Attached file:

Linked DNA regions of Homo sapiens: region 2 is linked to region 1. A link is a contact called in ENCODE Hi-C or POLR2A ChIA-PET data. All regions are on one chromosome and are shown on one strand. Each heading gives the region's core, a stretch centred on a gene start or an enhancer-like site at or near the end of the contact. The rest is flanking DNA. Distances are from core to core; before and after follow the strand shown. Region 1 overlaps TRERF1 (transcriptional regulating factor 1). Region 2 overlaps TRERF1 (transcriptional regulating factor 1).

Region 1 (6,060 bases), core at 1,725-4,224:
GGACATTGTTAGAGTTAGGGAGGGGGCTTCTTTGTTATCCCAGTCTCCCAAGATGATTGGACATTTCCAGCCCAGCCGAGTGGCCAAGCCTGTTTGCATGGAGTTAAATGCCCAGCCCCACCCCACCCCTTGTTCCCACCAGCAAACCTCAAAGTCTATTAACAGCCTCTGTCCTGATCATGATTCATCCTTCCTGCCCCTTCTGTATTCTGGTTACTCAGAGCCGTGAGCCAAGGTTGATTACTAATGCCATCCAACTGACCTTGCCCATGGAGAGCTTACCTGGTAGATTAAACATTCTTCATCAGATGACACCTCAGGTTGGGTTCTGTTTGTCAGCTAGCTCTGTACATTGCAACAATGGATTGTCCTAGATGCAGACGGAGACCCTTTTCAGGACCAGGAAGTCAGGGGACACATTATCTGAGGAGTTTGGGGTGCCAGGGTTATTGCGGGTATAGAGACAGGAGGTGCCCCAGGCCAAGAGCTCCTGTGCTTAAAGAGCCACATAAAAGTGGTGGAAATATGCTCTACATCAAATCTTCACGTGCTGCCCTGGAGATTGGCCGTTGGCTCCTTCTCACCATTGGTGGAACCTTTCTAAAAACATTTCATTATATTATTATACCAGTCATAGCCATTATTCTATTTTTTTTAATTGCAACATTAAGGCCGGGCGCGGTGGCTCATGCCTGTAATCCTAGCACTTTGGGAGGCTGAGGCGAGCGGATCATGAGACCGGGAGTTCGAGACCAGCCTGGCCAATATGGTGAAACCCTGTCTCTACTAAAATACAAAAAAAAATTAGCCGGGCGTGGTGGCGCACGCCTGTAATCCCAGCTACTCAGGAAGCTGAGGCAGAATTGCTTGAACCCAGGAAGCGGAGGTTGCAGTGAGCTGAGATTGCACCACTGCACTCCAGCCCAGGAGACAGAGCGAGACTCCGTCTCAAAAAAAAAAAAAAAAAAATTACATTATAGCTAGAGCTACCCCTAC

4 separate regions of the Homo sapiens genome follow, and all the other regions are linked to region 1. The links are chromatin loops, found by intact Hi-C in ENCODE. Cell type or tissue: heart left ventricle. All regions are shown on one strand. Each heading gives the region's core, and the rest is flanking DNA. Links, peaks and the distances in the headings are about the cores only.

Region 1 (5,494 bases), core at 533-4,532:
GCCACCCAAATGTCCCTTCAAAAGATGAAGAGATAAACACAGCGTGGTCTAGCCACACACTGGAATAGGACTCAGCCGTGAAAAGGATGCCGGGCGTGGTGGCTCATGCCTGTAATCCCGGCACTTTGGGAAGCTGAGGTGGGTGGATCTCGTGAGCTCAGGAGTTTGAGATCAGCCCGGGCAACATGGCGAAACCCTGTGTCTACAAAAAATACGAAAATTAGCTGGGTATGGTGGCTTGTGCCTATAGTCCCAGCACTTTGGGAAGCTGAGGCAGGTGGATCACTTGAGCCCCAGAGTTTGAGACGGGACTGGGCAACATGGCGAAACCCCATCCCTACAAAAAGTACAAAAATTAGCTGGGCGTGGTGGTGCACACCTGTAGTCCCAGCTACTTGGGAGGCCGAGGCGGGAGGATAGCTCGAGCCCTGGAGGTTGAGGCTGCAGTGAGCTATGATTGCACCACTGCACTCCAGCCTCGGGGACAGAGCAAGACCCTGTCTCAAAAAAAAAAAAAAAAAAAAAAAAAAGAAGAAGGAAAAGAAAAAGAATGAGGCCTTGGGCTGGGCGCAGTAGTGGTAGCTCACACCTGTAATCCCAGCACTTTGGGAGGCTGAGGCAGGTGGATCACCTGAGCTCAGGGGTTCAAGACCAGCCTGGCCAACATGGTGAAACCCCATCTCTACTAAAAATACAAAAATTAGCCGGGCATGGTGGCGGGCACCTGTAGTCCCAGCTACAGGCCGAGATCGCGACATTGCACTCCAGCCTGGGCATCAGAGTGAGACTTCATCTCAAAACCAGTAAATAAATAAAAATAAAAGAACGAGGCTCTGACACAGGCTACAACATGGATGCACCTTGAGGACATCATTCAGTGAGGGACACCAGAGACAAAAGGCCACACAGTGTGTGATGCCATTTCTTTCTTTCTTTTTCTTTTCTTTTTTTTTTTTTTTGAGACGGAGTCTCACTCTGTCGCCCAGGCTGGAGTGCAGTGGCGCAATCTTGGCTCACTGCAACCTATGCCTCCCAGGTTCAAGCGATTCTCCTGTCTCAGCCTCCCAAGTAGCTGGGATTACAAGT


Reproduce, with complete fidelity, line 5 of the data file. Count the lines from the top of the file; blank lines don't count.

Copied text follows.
Region 1 (5,494 bases), core at 533-4,532: